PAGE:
California Gov. Gavin Newsom signed legislation Monday that could put fast-food wages in the hands of a 10-member statewide council.

The law is referred to as the Fast Act (Fast Food Accountability and Standards Recovery Act). The panel, comprised of franchisors, franchisees, employees, advocates of workers’ rights, and two government officials, would be appointed by the governor, speaker of the assembly, and the Senate Rules Committee. This group, which would meet at least every six months, would have the power to set wages as high as $22 per hour next year, and raise it as much as 3.5 percent each year afterward. Currently, California’s minimum wage is $15 and will go up to $15.50 in 2023. The new law covers fast-food chains that have 100 or more locations nationally. 

The Fast Act requires the council to conduct a comprehensive review of health, safety, and employment standards at least once every three years. The law also give counties or cities with a population of 200,000 or more the go-ahead to establish a local council. 

A petition signed by 10,000 fast-food restaurant employees is still needed to approve the creation of the council. The law, if enforced, would impact more than 550,000 workers across more than 30,000 locations.

“California is committed to ensuring that the men and women who have helped build our world-class economy are able to share in the state’s prosperity,” Newsom said in a statement. “Today’s action gives hardworking fast-food workers a stronger voice and seat at the table to set fair wages and critical health and safety standards across the industry. I’m proud to sign this legislation on Labor Day when we pay tribute to the workers who keep our state running as we build a stronger, more inclusive economy for all Californians.”

Restaurants and franchise organizations strongly oppose the law because of the governmental regulation and potential affect on costs. The UC Riverside School of Business found that minimum wages set between $22 and $43 would inflate labor costs by 60 percent and increase prices by 20 percent.

Joe Erlinger, president of McDonald’s USA, described the Fast Act as “lopsided, hypocritical, and ill-considered.” He pointed out how the law would massively affect a two-unit McDonald’s franchisee, but not touch an operator that owns a 20-store restaurant concept.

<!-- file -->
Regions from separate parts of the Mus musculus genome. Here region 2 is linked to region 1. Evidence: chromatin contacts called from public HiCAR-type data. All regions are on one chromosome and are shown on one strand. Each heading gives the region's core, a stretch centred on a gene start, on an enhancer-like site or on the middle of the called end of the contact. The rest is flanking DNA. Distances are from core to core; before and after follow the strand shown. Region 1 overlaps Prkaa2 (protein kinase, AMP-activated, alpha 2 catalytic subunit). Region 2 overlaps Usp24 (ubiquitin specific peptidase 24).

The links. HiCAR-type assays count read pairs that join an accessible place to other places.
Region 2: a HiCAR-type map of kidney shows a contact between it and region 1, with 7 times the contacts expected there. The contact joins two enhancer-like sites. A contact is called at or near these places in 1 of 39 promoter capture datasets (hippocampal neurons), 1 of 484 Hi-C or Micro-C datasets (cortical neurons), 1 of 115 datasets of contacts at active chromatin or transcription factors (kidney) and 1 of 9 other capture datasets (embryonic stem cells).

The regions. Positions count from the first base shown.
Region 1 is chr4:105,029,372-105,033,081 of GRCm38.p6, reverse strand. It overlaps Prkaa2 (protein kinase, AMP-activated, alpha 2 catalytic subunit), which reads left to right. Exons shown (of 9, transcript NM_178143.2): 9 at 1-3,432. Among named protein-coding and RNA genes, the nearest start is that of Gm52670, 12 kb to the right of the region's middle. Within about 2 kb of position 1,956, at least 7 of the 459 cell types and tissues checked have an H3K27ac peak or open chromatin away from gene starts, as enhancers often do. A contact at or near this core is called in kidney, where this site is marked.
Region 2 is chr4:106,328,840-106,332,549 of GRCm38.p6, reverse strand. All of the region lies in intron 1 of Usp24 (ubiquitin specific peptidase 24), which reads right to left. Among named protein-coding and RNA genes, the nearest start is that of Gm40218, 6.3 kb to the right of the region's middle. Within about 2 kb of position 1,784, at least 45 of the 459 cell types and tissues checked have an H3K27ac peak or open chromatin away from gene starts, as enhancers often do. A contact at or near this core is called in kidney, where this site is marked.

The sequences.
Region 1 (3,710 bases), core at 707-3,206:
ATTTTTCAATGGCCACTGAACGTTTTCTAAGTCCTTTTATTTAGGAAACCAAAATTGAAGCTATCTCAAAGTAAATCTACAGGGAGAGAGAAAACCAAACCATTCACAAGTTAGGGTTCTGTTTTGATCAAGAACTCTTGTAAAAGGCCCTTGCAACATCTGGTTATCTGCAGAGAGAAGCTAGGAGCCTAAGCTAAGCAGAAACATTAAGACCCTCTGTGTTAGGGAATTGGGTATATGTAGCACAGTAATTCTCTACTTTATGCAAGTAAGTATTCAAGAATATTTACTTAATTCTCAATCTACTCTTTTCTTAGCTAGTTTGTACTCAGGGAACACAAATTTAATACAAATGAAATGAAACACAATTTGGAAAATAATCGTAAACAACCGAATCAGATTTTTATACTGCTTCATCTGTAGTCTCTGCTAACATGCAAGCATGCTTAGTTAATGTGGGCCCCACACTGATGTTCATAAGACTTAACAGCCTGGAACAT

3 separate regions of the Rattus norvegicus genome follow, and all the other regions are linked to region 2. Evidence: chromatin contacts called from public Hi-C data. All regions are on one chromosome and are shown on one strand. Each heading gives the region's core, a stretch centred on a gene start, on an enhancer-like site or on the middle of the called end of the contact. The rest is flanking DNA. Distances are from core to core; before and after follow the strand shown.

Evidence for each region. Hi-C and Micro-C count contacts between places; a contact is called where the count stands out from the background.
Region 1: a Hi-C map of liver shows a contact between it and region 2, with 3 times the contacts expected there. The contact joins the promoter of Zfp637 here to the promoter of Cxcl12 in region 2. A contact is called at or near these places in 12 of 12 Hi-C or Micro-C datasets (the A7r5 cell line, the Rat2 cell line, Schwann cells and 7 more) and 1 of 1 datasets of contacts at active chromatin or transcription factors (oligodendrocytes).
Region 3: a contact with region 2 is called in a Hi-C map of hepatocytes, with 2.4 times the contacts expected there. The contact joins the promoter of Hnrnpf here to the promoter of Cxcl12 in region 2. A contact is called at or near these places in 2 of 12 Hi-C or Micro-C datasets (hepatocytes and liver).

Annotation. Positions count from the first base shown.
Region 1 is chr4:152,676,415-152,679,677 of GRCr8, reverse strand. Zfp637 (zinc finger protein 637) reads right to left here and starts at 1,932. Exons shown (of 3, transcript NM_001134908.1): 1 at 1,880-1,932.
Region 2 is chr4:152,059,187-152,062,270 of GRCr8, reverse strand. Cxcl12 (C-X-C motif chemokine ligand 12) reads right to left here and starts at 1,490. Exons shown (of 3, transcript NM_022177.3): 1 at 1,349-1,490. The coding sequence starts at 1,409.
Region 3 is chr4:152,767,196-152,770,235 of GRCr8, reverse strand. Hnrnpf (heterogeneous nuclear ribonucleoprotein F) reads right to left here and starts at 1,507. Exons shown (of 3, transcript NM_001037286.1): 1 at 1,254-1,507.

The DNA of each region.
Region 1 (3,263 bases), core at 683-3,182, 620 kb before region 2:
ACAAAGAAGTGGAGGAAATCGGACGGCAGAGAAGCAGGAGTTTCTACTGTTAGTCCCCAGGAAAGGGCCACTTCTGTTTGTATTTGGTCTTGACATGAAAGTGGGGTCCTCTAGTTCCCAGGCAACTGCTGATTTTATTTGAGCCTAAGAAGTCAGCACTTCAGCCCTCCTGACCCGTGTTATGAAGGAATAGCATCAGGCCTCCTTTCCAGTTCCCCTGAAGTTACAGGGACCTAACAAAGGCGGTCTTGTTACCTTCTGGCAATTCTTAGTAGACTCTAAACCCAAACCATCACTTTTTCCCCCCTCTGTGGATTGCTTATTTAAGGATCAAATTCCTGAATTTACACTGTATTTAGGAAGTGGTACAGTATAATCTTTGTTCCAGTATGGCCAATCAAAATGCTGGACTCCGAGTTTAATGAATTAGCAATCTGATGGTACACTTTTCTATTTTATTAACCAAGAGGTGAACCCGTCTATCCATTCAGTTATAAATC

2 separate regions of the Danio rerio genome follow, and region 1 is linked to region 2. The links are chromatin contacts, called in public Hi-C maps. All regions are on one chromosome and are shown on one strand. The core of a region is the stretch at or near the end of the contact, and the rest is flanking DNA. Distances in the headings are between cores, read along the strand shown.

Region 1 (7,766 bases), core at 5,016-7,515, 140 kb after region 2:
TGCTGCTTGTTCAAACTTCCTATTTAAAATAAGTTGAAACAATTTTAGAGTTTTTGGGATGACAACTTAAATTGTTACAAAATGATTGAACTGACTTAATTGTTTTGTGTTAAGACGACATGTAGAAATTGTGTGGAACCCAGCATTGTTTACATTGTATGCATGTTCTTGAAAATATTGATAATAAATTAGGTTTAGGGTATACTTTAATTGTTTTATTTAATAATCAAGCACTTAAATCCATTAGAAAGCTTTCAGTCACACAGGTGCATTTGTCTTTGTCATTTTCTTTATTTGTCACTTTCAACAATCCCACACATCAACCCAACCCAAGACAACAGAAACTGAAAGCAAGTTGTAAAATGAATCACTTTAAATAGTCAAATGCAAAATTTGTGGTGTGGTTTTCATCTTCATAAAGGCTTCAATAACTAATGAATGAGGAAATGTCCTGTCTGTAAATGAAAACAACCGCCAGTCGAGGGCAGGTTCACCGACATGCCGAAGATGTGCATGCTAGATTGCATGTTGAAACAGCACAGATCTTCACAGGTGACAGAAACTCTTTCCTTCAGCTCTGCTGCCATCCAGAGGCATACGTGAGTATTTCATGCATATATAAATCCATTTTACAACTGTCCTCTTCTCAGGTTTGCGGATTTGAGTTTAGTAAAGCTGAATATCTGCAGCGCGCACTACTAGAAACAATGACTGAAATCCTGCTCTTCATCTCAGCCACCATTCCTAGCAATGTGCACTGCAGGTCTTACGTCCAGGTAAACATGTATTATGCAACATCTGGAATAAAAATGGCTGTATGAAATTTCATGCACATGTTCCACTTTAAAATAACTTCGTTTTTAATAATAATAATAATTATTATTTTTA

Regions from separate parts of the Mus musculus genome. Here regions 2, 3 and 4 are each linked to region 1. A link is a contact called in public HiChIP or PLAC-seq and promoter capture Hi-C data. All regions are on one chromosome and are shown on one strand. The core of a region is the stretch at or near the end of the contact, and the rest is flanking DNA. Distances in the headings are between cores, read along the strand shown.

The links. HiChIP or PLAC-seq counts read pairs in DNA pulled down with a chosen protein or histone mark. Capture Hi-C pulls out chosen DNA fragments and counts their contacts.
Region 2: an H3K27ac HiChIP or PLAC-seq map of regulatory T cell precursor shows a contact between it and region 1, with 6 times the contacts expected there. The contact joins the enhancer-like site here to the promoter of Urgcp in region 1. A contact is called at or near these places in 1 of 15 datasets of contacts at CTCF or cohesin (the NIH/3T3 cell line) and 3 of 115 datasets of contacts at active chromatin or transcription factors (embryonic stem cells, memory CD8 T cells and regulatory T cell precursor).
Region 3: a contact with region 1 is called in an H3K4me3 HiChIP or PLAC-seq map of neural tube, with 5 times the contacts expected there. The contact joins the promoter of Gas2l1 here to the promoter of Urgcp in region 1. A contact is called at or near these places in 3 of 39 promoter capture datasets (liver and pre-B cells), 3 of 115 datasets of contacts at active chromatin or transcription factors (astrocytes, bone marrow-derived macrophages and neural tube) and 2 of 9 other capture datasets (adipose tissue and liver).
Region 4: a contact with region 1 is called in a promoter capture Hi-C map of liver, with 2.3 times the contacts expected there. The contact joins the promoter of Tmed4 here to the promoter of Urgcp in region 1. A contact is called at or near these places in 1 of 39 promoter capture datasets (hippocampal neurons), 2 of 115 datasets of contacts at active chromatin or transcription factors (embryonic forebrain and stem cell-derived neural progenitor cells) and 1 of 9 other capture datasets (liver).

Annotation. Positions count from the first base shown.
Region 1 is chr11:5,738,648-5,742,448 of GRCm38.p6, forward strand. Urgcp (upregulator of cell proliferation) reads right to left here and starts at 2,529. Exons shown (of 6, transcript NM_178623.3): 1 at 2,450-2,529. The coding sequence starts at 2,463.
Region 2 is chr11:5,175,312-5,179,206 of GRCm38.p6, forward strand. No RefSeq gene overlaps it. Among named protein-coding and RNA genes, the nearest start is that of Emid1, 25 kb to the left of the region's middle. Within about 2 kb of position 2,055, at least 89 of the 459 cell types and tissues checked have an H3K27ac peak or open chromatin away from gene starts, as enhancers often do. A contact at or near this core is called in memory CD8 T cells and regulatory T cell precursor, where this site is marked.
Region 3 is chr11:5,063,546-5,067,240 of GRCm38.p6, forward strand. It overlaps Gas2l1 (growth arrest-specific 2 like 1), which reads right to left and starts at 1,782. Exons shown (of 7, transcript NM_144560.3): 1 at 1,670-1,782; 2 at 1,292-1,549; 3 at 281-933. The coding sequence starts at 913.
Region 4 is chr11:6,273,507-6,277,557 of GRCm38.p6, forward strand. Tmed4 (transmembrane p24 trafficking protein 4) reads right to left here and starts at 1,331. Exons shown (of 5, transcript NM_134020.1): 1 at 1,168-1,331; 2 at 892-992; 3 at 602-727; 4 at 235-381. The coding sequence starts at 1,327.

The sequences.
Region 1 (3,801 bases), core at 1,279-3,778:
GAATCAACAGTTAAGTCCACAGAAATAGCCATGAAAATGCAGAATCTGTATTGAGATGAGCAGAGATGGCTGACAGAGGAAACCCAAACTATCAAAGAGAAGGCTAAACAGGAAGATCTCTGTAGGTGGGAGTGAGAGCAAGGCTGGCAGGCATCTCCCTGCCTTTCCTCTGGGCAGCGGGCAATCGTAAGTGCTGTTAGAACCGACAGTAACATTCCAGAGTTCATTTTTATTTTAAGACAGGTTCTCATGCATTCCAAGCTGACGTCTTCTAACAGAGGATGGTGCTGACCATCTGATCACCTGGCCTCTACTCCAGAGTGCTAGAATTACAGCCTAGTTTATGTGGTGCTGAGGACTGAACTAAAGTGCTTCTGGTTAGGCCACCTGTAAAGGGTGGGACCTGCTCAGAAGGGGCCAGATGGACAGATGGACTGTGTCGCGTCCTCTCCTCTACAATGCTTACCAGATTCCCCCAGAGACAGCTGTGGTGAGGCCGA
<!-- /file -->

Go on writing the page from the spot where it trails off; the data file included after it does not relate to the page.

Sean Kennedy, the National Restaurant Association’s executive vice president for public affairs, said the legislation “creates walls and hurdles” and that higher wage mandates could raise costs by $3 billion for California fast-food restaurants. 

“That cost will likely spread to struggling independent restaurants as well,” Kennedy said in a statement. “At a time when California restaurants are struggling with skyrocketing inflation in food prices and operating costs, this bill will push many owners closer than ever to shutting their doors in their communities. The National Restaurant Association will review every remedy available in the state on behalf of the 100,000 restaurants proud to welcome Californians to their tables.”

The move comes roughly six years after California became the first state to pass a $15 per hour minimum wage. Since then, the standard has been passed in 10 more states and Washington, D.C. 

“Governor Newsom’s signature on AB 257 makes this Labor Day an historic one and shows what’s possible when working people unite and raise our voices,” Anneisha Williams, a Los Angeles fast-food worker and leader in the Fight for $15 and a Union, said in a statement. “We’ve gone on strike, marched in the streets and rallied across the state to make sure our demand for a voice on the job was heard even as powerful corporations pulled out all the stops to silence us. We look forward to having a say in creating safe and healthy workplaces across the fast-food industry and to AB 257 serving as a model for workers across the country who desperately need a seat at the table.”

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